September 21, 2023

Inside Big Oil’s tech portfolios

Only a minority of oil and gas companies’ investments are working on renewable energy tech, according to Sifted analysis

Freya Pratty

3 min read

Image: Lexie Yu

Oil and gas giants are backing more startups in Europe, but only a minority of their investments are working on renewable energy tech, according to Sifted analysis. 

Companies are under increasing pressure to move their businesses towards sustainable energy generation — and investments into startups are often heralded as a way to do that. 

We analysed the portfolios of the six oil and gas companies that have made the most investments into European startups since the first investment we could find, in 2009. The companies are Saudi Aramco, Chevron, Equinor, Shell, BP and TotalEnergies. 


Sifted has used a combination of data from Dealroom, press releases and publicly available portfolio breakdowns to analyse each company’s startup investments. Sifted has also reached out to each company mentioned for confirmation.

European investments are on the up

2022 saw 29 investments from the group into European startups (compared to 30 for US startups from the same six companies). So far this year, there have been 19 rounds involving oil and gas CVC investment. 

According to Dealroom, the companies took part in rounds worth a total of $570m in 2022. This year’s total has nearly caught up — currently at $561m. 

There have been fewer deals so far this year but there have been a few high ticket rounds that brought the total up: notably a $140m Series C for robotics startup Oxa, backed by BP, and a $90m round for Norway’s Kongsberg Digital, a shipping insight platform backed by Shell. Kongsberg Digital also produces digital twins of oil rigs.

Chevron began investing in European tech before the rest of the pack, back in 2009. Out of the six companies Sifted analysed, the one that’s made the most European investments is Shell, which has backed 44 companies. It’s important to note that some rounds may not have been disclosed.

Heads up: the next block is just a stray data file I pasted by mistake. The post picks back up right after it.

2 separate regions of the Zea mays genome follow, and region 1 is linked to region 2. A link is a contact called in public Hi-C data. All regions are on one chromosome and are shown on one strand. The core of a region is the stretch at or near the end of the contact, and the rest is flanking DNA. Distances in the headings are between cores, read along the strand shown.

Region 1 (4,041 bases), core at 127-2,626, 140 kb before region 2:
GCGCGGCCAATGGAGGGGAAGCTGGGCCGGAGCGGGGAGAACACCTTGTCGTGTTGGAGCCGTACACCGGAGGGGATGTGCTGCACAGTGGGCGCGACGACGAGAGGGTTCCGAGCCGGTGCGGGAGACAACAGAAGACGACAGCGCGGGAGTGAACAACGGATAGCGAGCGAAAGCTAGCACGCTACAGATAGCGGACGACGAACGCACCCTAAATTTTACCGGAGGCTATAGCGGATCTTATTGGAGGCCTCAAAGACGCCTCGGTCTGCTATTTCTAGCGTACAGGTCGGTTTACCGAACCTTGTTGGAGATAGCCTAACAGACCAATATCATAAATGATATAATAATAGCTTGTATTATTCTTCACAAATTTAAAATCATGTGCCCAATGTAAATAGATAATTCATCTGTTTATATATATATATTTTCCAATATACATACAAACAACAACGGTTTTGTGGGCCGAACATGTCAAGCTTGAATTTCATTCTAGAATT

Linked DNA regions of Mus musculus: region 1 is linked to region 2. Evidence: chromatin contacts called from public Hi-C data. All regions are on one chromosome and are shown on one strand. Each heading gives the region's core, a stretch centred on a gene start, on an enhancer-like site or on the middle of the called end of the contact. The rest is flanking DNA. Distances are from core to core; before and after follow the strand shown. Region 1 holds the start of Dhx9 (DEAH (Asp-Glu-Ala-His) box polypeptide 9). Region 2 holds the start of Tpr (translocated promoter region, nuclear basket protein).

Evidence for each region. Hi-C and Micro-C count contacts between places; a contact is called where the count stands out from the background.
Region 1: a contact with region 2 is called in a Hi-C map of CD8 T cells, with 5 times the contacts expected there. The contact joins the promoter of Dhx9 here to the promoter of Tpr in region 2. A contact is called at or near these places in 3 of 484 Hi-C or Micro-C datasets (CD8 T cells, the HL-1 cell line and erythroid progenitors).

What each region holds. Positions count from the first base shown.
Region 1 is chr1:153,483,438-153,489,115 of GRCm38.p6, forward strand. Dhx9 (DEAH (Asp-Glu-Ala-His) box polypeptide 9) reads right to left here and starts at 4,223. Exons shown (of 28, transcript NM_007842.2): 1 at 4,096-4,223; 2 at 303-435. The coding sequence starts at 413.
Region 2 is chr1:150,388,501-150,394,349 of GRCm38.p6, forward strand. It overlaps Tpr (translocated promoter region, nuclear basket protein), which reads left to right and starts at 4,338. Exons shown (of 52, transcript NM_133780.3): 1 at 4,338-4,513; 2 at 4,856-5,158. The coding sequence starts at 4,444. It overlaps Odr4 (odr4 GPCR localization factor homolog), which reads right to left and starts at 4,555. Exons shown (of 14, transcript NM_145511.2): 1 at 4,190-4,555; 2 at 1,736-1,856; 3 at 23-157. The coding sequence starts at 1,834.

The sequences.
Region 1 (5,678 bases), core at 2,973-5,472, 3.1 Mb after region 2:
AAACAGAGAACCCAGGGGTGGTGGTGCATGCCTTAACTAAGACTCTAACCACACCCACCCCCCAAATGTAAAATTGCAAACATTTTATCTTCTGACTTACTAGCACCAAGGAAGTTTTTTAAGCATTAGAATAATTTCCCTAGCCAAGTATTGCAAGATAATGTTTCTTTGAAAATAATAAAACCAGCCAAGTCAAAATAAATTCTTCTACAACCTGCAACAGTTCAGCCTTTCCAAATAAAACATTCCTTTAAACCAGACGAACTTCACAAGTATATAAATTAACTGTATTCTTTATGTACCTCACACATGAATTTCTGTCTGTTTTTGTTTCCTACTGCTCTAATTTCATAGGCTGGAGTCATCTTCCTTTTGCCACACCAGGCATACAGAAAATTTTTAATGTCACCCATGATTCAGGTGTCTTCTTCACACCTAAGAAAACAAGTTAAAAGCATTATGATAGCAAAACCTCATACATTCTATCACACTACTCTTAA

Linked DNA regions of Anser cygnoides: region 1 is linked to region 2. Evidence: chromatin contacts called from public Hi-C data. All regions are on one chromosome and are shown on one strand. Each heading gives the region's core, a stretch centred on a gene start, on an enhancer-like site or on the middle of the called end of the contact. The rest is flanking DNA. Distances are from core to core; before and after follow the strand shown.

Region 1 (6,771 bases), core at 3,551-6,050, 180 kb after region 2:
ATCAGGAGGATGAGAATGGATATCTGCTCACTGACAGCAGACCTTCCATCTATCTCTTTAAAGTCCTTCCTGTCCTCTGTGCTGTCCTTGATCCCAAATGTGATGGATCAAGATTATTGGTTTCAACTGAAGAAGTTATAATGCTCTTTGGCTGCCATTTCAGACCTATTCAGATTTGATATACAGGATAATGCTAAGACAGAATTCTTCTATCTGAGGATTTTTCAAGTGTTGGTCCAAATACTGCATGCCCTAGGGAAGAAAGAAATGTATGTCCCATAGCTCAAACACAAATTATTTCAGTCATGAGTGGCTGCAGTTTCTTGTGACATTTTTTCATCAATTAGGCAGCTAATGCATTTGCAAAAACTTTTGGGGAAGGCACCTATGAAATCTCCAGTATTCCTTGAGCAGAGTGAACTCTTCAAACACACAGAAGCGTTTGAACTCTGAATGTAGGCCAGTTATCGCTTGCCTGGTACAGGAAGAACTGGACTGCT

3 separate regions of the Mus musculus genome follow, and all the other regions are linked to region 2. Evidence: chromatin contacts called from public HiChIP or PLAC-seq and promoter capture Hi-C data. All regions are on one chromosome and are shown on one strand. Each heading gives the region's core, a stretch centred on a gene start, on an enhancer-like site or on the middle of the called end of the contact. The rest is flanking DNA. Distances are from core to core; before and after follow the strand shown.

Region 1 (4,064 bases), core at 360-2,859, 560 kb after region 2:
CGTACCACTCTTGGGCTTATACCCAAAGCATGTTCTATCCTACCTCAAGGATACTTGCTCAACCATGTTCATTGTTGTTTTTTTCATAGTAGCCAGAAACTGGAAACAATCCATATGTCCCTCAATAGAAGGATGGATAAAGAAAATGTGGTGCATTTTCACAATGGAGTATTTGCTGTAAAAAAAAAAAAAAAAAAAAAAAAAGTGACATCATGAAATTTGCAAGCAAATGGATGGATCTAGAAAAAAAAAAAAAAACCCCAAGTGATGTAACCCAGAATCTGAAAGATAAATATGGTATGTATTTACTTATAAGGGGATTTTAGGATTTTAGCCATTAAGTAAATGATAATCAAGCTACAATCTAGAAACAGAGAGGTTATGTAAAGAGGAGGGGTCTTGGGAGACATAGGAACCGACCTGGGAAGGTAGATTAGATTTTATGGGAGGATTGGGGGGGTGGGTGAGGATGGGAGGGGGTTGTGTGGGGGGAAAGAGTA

It’s also important to note that companies like US-based Chevron back significantly more American startups than European ones. 

But what are they actually backing?

Industrial tech

Out of 200 deals Sifted analysed, 25% of them were for industrial tech for the existing oil and gas industry. Where more than one of the companies backed the same startup, we counted that as multiple deals. 

Deals within industrial tech include companies like Hydrophilic, part of Equinor’s portfolio, which is building tech that identifies where petroleum reservoirs are located.   

Some of the companies within the category are for monitoring and measuring the industry — such as Nicoustic, a German solid and liquid detection company — tech that can be used for oil, gas and renewables. 


Carbon capture and storage

Sifted found 14 deals from oil and gas companies into carbon capture and storage (CCS) companies since 2009. CCS is a process where emissions from oil and gas production are removed at the point of source. Climate experts have warned that an overreliance on CCS could undermine efforts to phase out fossil fuels.


The CCS deals Sifted analysed include companies like Carbon Clean Solutions, a UK startup that secured $150m from investors including Saudi Aramco and Chevron, as well as earlier backing from Equinor. Likewise, Swiss company Daphne Technology, which is working on mobile carbon capture, has received funding from multiple oil and gas companies. 

Renewable energy tech

Sifted identified 11 deals, 5.5% of the total, which went to companies working on renewable energy technology. 

They include NexWafe, a German company working on next generation wafers for solar power cells — which received backing from Saudi Aramco in its €30m Series C round earlier this year. Others include ZOLA Electric, a German company working on the deployment of solar panels across Africa. TotalEnergies joined the company’s $90m round in 2021. 

There are a few curve balls in the portfolios too — such as Chevron’s backing of a brain tumour startup (albeit in the US), or BP Ventures’ backing of Victor, a private jet startup. 

Freya Pratty

Freya Pratty is a senior reporter at Sifted. She covers climate tech, writes our weekly Climate Tech newsletter and works on investigations. Follow her on X and LinkedIn